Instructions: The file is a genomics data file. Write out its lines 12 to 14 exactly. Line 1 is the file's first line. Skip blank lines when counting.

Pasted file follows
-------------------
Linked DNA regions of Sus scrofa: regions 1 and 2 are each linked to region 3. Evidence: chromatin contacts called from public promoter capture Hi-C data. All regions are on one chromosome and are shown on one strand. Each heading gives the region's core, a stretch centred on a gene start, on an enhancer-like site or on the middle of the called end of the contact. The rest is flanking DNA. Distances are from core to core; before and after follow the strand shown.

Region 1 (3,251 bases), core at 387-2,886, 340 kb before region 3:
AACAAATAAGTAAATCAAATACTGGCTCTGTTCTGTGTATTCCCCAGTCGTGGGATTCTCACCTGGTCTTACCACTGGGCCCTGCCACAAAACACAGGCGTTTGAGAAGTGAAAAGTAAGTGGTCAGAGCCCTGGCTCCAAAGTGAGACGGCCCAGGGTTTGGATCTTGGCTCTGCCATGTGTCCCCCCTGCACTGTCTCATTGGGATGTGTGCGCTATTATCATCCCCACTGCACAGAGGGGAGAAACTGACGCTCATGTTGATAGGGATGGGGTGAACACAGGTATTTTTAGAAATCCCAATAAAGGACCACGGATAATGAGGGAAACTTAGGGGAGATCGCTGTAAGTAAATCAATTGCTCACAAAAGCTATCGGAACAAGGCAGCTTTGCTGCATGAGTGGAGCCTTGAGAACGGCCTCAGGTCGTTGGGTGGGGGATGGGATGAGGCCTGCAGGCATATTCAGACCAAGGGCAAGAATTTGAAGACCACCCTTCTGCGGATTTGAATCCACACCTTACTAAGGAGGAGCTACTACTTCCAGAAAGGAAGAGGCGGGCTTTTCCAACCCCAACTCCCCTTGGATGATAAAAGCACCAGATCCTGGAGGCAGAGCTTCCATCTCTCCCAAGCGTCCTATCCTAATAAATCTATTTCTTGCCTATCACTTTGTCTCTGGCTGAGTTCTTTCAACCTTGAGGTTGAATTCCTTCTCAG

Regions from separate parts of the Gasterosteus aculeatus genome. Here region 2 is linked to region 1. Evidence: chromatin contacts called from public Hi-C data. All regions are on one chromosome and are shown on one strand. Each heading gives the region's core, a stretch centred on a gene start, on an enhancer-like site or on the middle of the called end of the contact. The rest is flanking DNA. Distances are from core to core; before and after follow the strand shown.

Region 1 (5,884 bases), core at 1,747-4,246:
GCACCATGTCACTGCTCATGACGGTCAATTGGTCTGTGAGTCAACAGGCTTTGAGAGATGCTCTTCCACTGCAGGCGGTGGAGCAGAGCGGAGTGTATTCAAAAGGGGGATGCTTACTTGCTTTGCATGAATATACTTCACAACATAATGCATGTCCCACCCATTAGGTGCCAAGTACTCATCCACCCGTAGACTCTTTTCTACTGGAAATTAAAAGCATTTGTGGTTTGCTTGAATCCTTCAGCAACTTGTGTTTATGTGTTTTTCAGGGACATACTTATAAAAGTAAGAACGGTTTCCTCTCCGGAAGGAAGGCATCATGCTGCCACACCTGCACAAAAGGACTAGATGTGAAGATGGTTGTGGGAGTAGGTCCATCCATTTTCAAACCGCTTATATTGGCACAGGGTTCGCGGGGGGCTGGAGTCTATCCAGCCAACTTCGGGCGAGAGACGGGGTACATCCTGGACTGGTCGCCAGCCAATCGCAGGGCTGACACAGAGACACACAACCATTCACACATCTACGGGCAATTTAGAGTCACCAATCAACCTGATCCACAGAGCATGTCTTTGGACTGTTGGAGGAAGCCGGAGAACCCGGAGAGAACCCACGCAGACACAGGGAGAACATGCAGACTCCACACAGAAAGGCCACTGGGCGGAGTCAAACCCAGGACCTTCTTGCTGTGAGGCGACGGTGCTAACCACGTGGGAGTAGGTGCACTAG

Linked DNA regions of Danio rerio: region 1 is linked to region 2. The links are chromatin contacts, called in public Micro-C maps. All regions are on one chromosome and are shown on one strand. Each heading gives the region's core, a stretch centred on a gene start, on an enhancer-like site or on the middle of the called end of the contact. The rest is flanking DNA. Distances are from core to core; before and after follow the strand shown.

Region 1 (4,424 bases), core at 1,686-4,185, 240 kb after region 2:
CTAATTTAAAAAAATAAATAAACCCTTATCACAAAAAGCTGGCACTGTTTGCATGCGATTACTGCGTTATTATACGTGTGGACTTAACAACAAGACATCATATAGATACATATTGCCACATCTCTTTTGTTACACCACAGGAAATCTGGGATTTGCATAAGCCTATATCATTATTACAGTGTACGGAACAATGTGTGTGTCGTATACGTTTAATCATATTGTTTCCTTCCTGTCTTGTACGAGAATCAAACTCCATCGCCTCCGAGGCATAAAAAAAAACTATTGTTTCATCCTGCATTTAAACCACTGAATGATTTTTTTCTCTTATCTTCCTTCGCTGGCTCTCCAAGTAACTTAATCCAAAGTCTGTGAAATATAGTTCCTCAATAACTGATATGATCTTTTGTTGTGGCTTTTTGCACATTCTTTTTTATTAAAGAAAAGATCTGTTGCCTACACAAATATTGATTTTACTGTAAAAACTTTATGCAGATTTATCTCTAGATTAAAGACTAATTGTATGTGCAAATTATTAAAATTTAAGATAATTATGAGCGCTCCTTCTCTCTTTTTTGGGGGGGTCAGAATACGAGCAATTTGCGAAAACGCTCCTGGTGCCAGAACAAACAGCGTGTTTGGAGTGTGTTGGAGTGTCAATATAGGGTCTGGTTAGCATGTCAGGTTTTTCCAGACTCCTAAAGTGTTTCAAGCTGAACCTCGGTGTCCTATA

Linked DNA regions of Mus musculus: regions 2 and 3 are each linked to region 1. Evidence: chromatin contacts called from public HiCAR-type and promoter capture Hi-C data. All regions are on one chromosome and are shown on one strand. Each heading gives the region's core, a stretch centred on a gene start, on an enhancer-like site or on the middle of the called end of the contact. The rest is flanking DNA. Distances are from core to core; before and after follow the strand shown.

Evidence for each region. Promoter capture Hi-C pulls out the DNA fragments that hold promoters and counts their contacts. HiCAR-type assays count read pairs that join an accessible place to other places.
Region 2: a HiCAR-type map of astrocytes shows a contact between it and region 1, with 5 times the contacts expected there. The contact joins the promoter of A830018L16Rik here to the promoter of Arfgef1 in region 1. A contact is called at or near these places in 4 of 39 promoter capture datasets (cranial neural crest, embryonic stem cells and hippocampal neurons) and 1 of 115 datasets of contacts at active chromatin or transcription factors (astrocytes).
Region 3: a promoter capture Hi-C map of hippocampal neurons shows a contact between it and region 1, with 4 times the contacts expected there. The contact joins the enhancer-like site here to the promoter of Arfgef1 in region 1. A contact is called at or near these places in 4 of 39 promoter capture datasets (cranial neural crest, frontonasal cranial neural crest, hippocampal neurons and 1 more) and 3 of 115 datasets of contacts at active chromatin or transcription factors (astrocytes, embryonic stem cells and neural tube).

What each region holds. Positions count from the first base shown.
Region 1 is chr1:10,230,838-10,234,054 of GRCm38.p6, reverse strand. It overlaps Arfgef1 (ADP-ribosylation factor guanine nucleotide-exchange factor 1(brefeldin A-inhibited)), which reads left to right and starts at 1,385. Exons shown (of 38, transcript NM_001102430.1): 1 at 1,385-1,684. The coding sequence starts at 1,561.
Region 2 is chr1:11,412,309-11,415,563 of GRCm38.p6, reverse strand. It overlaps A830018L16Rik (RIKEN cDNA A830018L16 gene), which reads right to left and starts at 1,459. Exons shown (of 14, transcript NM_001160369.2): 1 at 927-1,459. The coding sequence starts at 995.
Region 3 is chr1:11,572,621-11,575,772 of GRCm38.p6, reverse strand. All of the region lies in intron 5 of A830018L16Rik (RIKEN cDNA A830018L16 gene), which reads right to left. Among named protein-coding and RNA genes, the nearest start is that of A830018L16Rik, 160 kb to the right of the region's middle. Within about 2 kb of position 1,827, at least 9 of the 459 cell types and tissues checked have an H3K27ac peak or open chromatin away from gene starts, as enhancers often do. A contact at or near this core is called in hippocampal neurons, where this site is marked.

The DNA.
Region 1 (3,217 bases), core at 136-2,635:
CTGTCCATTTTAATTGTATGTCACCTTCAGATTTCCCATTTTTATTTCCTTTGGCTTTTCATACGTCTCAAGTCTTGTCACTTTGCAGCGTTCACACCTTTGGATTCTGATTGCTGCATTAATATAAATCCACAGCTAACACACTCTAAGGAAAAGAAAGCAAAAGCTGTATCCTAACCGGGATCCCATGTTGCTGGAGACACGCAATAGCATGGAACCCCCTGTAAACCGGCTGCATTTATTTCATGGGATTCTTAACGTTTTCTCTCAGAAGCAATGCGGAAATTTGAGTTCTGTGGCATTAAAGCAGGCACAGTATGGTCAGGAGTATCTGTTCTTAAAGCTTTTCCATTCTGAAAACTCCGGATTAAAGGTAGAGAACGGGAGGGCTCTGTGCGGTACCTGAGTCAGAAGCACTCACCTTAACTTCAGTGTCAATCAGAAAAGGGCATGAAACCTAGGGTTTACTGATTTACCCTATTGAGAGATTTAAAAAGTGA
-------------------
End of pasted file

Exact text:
Region 2: a HiCAR-type map of astrocytes shows a contact between it and region 1, with 5 times the contacts expected there. The contact joins the promoter of A830018L16Rik here to the promoter of Arfgef1 in region 1. A contact is called at or near these places in 4 of 39 promoter capture datasets (cranial neural crest, embryonic stem cells and hippocampal neurons) and 1 of 115 datasets of contacts at active chromatin or transcription factors (astrocytes).
Region 3: a promoter capture Hi-C map of hippocampal neurons shows a contact between it and region 1, with 4 times the contacts expected there. The contact joins the enhancer-like site here to the promoter of Arfgef1 in region 1. A contact is called at or near these places in 4 of 39 promoter capture datasets (cranial neural crest, frontonasal cranial neural crest, hippocampal neurons and 1 more) and 3 of 115 datasets of contacts at active chromatin or transcription factors (astrocytes, embryonic stem cells and neural tube).

What each region holds. Positions count from the first base shown.